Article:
Nearly 1.3 million people took part in demonstrations in France against pension reform on January 31
Paris (AFP) - A majority of French people support rolling strikes announced against President Emmanuel Macron’s pension reform, a poll showed Monday, underlining the unpopularity of changes the government views as essential.
Massive strikes are expected from Tuesday, with unions promising to bring the country “to a standstill” and strikes set to hit many sectors such as transport, energy and oil refining.
A total of 56 percent of respondents said they supported rolling strikes and 59 percent said they backed the call to bring the country to a standstill, a poll by the the Elabe survey group for the BFM news channel showed on Monday.
Two in three people (64 percent) support the protest movement in general, which is seeking to force the government to abandon its plans to raise the retirement age to 64 from its current level of 62.
“We don’t want French people to be, quote, unquote, ‘victims’ of a long-term blockade,” government spokesman Olivier Veran told France 2 on Monday after warning last week that the strikes could lead to an “ecological, agricultural and health catastrophe.”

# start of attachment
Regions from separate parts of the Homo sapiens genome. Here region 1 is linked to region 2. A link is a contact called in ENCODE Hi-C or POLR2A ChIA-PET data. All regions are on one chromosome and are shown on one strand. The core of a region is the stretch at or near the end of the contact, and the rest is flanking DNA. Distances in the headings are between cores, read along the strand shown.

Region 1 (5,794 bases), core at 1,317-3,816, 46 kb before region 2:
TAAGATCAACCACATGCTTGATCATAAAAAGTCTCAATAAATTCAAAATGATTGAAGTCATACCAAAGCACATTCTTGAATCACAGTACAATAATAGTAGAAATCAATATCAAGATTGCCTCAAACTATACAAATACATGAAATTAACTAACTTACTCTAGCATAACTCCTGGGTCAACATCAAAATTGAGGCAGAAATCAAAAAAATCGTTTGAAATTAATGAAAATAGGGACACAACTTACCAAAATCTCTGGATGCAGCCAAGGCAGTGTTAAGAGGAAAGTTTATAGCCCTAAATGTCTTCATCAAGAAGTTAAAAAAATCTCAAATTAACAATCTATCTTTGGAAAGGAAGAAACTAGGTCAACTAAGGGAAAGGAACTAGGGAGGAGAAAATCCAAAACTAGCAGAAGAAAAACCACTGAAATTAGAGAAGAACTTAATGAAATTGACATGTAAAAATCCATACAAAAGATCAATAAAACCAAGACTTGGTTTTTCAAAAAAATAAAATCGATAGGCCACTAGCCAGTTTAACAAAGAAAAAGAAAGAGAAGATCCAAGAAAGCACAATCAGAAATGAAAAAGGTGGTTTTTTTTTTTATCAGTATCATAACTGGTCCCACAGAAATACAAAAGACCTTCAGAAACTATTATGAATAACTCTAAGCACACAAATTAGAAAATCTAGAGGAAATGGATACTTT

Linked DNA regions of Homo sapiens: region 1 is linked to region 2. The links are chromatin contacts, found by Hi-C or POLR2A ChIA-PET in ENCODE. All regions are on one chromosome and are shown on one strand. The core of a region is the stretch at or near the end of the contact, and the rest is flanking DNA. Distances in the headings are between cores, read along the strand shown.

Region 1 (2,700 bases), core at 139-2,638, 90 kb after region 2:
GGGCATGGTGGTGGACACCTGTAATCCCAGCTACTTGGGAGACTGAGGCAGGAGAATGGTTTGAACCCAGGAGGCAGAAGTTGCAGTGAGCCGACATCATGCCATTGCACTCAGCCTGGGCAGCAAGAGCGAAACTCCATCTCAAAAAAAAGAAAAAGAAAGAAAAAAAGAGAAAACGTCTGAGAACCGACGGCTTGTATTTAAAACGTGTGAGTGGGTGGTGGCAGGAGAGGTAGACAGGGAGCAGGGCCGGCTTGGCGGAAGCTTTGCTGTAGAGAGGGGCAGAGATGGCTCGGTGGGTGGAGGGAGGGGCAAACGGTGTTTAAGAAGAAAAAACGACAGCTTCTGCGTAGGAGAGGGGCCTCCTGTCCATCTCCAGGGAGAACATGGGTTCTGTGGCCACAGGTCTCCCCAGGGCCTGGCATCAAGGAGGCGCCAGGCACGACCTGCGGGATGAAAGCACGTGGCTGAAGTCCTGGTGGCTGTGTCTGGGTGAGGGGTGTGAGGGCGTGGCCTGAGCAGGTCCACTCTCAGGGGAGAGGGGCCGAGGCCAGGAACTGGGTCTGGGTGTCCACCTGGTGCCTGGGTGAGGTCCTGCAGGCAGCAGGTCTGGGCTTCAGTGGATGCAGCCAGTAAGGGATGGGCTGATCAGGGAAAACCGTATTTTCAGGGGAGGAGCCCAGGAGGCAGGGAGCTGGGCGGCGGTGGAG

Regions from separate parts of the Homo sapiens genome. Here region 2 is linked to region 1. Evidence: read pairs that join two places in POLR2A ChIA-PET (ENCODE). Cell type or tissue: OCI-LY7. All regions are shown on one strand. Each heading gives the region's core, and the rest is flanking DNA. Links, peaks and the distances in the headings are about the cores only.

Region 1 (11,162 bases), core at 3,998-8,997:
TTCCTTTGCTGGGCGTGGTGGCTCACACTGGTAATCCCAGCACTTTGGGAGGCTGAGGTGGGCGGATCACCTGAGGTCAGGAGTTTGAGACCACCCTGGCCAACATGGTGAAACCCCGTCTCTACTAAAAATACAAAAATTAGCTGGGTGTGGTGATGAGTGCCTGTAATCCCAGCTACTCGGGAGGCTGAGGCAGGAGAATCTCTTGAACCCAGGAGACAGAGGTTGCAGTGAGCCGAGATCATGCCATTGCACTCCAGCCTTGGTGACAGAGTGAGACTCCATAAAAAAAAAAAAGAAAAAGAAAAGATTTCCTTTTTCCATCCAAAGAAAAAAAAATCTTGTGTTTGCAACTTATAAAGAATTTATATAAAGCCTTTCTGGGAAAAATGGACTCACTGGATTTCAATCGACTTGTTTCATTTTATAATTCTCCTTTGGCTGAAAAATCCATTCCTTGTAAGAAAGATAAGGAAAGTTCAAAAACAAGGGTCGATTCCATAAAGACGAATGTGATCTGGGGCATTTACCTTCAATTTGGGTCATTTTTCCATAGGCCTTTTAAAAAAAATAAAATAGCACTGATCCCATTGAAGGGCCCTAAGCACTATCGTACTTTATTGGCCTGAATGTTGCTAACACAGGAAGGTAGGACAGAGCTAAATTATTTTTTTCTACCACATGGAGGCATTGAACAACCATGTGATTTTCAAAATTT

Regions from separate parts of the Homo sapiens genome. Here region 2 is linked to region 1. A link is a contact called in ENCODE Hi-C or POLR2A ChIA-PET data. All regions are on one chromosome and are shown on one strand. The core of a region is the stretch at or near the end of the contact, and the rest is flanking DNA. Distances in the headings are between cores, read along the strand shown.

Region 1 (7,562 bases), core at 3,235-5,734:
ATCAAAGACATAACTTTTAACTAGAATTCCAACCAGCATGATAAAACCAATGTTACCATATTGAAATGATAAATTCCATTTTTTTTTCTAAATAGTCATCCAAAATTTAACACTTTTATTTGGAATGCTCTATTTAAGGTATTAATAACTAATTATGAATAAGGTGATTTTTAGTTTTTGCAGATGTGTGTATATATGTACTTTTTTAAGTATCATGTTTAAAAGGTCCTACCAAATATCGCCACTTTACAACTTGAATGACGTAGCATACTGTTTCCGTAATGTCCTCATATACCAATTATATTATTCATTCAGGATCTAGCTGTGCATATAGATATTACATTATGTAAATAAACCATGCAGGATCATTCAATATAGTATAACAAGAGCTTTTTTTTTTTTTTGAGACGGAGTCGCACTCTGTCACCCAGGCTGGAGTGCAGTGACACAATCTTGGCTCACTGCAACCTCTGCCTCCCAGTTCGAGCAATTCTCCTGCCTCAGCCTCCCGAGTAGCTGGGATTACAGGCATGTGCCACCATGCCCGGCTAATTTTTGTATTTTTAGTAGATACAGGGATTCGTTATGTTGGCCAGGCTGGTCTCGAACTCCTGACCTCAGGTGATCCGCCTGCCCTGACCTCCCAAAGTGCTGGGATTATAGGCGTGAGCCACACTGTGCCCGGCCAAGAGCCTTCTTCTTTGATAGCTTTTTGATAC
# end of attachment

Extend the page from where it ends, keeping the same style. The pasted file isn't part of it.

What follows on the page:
“The history of protest movements in France shows that you don’t have to block the whole country and cause such major inconveniences for people in their daily lives,” he added.
Only one in five regional and high-speed trains are expected to run on Tuesday while a leading trade unionist representing refinery workers has vowed to bring the French economy “to its knees.”
More than 260 demonstrations are expected nationwide, with between 1.1-1.4 million people expected to hit the streets, a police source told AFP on condition of anonymity.
The upper limit of that range would represent the biggest day of protests in decades, higher than the 1.27 million who took part in demonstrations on January 31, and bigger than previous pension reform protests in 2010.
Macron’s plan to raise the age of retirement to 64 is a flagship policy of his second term in office, which he proposed in his manifesto for re-election last April when he defeated far-right leader Marine Le Pen.
The 45-year-old has called the change “essential” because of deficits forecast for the system for most of the next 25 years according to analysis by the independent Pensions Advisory Council.
France lags behind its neighbours and other major European economies where the retirement age has already been hiked to 65 or above to reflect higher life expectancy.
The poll also contained some encouraging news for the government: 64 percent of people thought the reform would be enacted despite the protests, with the Senate currently debating the draft legislation.